Those who pass the corner of West Broadway and Orange Street in downtown Missoula were asked Monday evening to remember the name of a man who gave the ultimate sacrifice serving the city as a member of the Missoula Police Department.
A plaque to be placed on the corner of the new Stockman Bank building will make that request easier, as passersby read the story of Officer Bob Heinle.
“I hope you’ll honor him by remembering the beautiful way he lived his life,” said Bob’s wife, Lisa Heinle. “After the shooting, the depth of his character became very clear. His courage, determination, tenacity and appreciation for life amazed me every day.”
Heinle joined the Missoula Police Department in 1991 and was quickly recognized as a natural leader. He mentored his fellow officers, served as a firearm’s instructor and hostage negotiator, and served on the board of domestic violence.
In late October 1998, Heinle responded to a forgery call at a nearby bank. When he arrived, the male suspect fled on foot and Heinle pursued, cornering the man in a parking lot where Stockman Bank now stands.
There, the suspect shot Heinle just above his ballistic vest. The shooting didn’t kill Heinle, though it left him a quadriplegic. And while he lived an additional 11 years, he succumbed to his injury in 2010 at the age of 47.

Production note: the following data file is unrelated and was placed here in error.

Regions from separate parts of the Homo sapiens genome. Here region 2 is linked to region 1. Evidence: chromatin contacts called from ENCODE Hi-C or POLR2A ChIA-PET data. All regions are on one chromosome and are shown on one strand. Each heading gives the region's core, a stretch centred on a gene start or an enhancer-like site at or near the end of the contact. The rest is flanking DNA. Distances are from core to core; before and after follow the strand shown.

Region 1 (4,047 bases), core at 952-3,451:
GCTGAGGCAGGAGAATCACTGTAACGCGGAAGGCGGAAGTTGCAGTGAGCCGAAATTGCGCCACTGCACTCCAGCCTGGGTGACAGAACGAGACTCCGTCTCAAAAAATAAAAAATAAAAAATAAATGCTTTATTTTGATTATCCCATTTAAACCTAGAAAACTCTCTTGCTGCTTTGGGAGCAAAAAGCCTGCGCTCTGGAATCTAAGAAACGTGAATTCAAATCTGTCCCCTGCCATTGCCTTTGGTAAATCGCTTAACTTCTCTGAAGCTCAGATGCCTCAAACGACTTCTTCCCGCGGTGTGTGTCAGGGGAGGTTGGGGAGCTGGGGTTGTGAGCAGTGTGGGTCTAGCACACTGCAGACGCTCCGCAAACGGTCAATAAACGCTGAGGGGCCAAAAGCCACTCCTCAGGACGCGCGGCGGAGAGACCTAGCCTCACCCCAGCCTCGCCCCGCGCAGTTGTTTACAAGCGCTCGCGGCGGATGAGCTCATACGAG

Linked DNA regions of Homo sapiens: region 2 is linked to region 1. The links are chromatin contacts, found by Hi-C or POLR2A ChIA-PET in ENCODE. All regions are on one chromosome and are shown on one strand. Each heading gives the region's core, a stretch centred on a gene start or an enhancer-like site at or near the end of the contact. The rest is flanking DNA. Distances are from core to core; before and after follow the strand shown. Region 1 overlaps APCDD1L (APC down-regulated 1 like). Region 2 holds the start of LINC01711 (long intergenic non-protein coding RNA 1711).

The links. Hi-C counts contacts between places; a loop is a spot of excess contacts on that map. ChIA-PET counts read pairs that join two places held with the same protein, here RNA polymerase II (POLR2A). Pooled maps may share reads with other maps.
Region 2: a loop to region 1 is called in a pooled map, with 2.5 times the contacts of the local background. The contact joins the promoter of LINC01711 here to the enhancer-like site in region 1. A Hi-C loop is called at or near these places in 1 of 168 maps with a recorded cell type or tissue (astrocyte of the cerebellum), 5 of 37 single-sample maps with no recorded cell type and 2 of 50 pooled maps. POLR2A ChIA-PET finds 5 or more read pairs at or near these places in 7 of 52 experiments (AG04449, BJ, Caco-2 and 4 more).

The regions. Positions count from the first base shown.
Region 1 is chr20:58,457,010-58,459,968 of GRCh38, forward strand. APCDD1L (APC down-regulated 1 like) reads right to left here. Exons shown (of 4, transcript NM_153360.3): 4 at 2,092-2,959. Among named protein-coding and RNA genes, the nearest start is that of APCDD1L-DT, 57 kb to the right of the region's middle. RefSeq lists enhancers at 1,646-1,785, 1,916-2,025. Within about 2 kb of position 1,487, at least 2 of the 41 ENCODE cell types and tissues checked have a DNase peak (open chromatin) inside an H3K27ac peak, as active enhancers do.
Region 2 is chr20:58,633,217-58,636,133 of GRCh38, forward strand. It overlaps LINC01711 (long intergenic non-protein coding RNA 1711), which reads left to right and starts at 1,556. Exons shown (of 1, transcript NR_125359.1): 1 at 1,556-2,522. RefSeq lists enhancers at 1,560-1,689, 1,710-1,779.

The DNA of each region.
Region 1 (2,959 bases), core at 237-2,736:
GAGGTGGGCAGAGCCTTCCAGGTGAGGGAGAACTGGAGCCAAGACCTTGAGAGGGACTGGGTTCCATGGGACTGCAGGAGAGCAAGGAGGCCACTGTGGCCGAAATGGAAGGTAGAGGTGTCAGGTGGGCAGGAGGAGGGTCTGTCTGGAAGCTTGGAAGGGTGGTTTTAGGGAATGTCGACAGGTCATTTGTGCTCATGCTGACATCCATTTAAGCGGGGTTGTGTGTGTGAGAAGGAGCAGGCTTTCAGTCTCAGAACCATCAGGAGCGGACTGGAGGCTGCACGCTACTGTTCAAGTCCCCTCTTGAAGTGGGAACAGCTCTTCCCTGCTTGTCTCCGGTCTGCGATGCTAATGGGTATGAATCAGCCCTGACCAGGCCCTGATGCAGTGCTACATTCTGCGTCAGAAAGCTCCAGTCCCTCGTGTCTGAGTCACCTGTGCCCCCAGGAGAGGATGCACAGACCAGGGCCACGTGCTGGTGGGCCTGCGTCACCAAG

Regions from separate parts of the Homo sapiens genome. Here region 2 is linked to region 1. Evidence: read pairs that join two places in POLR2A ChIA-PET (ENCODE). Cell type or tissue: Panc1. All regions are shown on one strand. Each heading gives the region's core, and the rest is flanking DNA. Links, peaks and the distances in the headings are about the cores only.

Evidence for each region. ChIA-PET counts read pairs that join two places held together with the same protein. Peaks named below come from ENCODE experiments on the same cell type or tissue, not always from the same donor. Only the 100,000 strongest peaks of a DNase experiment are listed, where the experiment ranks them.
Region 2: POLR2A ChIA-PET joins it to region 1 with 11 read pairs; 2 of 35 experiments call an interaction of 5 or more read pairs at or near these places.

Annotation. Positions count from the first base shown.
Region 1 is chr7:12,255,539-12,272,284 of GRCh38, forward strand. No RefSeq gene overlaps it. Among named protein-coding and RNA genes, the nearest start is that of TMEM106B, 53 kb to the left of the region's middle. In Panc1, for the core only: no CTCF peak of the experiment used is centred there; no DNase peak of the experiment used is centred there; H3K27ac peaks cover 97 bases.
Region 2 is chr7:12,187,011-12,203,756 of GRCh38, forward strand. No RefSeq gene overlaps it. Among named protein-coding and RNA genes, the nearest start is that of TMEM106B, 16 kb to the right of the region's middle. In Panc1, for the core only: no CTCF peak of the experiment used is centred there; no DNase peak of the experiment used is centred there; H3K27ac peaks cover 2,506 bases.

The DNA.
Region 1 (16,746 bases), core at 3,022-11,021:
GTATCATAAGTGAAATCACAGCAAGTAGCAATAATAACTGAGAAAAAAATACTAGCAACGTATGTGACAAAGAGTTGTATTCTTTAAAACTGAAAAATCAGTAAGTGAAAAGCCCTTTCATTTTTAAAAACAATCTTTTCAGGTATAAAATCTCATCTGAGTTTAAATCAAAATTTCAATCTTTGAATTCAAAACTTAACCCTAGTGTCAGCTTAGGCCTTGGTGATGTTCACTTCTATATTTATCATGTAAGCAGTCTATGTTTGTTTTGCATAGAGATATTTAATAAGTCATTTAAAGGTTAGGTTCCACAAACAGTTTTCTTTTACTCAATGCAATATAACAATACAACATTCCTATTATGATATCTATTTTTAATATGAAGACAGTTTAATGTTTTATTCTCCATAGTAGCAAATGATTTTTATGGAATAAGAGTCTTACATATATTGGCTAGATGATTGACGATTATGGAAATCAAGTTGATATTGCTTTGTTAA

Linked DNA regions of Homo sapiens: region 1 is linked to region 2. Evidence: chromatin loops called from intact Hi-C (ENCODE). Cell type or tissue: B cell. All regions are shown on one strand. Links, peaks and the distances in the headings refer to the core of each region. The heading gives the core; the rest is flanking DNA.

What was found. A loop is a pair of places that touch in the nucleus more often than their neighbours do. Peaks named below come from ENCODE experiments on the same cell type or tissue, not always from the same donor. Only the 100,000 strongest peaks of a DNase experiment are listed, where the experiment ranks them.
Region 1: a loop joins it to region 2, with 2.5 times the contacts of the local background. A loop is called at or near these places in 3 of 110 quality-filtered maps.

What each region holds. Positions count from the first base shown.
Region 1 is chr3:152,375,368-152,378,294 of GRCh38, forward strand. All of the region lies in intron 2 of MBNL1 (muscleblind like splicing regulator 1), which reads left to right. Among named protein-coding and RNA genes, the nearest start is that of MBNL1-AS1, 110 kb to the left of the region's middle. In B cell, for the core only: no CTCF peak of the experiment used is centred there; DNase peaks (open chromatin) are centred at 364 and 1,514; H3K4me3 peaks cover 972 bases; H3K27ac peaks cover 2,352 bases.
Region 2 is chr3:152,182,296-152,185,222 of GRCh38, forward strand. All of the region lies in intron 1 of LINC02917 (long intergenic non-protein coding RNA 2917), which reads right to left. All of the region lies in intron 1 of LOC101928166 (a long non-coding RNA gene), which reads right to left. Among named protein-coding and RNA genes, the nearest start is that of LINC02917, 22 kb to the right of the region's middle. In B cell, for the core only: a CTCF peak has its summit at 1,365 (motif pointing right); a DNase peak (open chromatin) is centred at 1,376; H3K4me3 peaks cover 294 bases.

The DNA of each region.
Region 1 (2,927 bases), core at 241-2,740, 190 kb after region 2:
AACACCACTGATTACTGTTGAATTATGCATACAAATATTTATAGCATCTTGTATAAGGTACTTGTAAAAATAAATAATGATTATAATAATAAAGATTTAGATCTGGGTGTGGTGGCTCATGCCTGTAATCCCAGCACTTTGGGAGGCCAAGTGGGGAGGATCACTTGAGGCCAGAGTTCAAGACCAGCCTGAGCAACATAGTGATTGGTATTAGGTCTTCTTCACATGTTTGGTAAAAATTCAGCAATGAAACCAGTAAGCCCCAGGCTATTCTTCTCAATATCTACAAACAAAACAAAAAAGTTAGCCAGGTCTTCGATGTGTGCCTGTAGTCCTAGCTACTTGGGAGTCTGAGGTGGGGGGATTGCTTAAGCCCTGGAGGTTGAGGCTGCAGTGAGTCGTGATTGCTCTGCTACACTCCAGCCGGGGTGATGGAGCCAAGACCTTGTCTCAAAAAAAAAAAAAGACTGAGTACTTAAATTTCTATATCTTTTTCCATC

“It was very hard as the year’s went on,” said Lisa. “It’s hard to believe it’s been nearly 20 years since our life was changed in an instant. Despite the circumstances, being the recipient of such a phenomenal outpouring of kindness, love, friendship and generosity was and continues to be a remarkable and beautiful experience for me.”
As the evening rush picked up on the streets below, nearly 100 people gathered on the top floor of the bank building to unveil a plaque dedicated in Heinle’s honor. “In Honor,” it reads, noting Feb. 12, 2010, as the officer’s “end of watch.”
“It’s the spot of tragedy that’s been with us for years,” said Missoula Police Chief Mike Brady. “Bob stood for what it is we all do. It’s something in truth no one wants to forget.”
Monday’s unveiling coincided with National Police Week, during which Sen. Jon Tester remembered another Montana officer who was killed in the line of duty, that being Broadwater County Sheriff’s Deputy Mason Moore.
Moore died in 2017 – one of 129 law enforcement officers killed in the line of duty last year. Monday also marked the end of Public Service Recognition Week, a fact that wasn’t lost on Missoula Mayor John Engen.
“Last week, I had the privilege of swearing in yet another Missoula police officer, and I take tremendous comfort in the fact that those officers are dedicated to this community the way Bob Heinle was,” Engen said. “That’s the pinnacle of public service. That’s the instinct and the nature and passion and spirit we commemorate today and throughout this week.”
Bob Burns, the Missoula market president for Stockman Bank, said the plaque will be placed on the building’s facade on Tuesday.